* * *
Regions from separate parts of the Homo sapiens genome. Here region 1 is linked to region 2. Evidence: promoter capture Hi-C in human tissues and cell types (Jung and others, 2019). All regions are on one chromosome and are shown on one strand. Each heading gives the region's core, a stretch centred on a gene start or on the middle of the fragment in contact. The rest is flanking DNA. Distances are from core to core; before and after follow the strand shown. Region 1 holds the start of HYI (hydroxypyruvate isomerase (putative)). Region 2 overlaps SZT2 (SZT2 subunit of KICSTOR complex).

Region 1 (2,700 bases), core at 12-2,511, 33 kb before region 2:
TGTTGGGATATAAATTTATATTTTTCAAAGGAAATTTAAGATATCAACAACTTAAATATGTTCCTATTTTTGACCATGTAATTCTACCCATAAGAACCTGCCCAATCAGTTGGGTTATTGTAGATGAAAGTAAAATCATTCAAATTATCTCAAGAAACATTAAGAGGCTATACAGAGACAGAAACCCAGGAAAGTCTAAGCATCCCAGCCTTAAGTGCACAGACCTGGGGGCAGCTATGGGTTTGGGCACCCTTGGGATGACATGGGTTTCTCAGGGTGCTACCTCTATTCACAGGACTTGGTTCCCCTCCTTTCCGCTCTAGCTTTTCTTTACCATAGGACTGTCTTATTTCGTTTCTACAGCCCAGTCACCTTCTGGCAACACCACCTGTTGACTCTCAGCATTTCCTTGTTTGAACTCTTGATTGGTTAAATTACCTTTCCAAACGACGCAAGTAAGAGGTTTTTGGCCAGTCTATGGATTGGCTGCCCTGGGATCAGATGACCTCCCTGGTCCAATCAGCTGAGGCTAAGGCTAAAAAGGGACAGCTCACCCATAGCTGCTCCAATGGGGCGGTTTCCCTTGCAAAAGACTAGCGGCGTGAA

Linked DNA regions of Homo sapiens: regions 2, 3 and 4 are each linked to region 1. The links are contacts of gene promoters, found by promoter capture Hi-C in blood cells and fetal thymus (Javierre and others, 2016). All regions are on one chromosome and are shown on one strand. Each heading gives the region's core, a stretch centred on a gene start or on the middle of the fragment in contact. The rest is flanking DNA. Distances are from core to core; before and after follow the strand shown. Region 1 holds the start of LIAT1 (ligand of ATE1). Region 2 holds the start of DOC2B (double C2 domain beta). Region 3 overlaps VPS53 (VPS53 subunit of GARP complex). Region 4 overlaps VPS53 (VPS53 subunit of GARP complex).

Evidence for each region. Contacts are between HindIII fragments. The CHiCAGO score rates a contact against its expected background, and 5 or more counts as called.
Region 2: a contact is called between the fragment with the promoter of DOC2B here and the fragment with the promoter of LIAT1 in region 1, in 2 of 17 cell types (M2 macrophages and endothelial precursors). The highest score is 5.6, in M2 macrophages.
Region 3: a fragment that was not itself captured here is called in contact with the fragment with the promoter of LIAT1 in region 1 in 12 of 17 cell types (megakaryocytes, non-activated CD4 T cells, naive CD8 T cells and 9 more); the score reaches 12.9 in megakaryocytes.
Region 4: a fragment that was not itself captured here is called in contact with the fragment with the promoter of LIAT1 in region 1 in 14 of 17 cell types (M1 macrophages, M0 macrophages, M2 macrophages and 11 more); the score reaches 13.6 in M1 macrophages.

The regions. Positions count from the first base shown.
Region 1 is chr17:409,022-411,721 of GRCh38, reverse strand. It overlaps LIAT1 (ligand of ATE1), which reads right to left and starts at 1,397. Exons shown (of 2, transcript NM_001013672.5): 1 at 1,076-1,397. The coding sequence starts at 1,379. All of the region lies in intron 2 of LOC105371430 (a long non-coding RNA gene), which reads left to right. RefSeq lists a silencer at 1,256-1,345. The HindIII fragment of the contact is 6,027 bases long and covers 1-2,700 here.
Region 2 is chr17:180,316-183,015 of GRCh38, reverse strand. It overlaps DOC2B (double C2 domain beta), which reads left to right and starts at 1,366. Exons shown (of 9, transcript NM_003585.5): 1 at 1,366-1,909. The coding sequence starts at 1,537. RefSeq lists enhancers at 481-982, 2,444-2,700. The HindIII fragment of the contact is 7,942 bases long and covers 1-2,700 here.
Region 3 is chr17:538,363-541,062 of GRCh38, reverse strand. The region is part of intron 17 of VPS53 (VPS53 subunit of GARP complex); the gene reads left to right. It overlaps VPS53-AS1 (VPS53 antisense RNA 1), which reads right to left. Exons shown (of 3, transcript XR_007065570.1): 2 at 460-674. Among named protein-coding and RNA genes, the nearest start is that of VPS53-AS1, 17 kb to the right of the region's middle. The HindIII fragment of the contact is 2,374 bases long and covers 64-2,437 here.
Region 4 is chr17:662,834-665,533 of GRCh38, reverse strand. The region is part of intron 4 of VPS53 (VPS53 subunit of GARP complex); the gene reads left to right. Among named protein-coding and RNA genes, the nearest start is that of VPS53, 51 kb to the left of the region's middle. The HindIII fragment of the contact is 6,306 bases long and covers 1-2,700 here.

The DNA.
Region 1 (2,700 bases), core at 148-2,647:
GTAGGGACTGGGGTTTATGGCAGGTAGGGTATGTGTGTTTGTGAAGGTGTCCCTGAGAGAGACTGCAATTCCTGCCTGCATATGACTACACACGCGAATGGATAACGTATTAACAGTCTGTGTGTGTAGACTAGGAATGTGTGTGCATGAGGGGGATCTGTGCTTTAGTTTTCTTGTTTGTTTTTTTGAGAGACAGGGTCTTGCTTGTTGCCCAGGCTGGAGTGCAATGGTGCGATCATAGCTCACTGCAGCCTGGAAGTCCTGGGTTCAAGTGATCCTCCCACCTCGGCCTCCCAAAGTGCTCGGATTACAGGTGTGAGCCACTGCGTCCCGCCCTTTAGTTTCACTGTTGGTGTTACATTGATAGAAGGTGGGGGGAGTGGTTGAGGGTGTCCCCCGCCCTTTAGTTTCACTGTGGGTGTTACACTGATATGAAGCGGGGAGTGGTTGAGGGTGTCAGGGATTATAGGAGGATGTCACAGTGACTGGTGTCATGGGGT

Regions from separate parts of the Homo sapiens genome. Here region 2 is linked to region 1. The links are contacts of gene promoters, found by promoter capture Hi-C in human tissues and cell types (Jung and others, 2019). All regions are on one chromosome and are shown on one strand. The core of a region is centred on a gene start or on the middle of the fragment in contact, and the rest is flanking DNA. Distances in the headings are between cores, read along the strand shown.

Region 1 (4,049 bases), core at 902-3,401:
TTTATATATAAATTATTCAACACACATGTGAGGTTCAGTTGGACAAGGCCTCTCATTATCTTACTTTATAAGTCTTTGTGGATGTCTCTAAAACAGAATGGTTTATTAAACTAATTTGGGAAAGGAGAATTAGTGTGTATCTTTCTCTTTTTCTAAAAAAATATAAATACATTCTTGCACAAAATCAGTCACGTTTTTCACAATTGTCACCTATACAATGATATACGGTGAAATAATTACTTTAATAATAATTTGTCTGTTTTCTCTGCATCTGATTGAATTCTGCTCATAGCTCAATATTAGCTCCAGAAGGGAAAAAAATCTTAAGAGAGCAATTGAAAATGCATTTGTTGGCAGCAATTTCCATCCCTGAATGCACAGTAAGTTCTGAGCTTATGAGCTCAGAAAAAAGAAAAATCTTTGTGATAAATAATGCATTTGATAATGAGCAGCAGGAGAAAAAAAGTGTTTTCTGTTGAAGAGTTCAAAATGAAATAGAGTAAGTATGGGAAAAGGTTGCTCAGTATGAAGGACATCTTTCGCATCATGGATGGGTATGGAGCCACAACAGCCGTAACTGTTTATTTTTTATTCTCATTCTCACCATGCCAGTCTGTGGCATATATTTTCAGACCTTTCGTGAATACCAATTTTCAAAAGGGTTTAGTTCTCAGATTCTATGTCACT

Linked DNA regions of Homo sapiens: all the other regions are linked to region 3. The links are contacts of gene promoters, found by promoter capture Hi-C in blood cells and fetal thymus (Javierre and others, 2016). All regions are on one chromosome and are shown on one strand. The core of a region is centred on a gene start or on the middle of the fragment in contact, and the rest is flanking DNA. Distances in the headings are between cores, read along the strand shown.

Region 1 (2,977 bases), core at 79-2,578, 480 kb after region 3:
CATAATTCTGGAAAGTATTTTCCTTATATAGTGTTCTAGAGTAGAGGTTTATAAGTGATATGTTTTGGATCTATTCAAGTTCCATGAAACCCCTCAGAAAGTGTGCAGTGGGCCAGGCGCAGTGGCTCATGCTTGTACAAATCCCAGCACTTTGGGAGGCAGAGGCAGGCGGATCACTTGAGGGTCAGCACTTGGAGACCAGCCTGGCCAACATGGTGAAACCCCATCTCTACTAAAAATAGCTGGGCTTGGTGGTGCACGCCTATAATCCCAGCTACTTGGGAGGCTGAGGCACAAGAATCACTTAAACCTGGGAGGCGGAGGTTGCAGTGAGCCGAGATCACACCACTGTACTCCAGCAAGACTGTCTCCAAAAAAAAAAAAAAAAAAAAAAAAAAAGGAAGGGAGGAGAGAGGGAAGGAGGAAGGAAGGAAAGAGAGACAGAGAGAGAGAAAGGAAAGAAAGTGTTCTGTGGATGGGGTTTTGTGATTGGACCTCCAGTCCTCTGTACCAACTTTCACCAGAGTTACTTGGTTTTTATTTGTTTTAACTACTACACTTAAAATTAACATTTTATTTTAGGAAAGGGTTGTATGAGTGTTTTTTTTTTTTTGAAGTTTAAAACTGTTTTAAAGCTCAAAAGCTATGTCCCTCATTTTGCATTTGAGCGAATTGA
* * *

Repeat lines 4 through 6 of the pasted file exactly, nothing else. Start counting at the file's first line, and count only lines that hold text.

Linked DNA regions of Homo sapiens: regions 2, 3 and 4 are each linked to region 1. The links are contacts of gene promoters, found by promoter capture Hi-C in blood cells and fetal thymus (Javierre and others, 2016). All regions are on one chromosome and are shown on one strand. Each heading gives the region's core, a stretch centred on a gene start or on the middle of the fragment in contact. The rest is flanking DNA. Distances are from core to core; before and after follow the strand shown. Region 1 holds the start of LIAT1 (ligand of ATE1). Region 2 holds the start of DOC2B (double C2 domain beta). Region 3 overlaps VPS53 (VPS53 subunit of GARP complex). Region 4 overlaps VPS53 (VPS53 subunit of GARP complex).

Evidence for each region. Contacts are between HindIII fragments. The CHiCAGO score rates a contact against its expected background, and 5 or more counts as called.
Region 2: a contact is called between the fragment with the promoter of DOC2B here and the fragment with the promoter of LIAT1 in region 1, in 2 of 17 cell types (M2 macrophages and endothelial precursors). The highest score is 5.6, in M2 macrophages.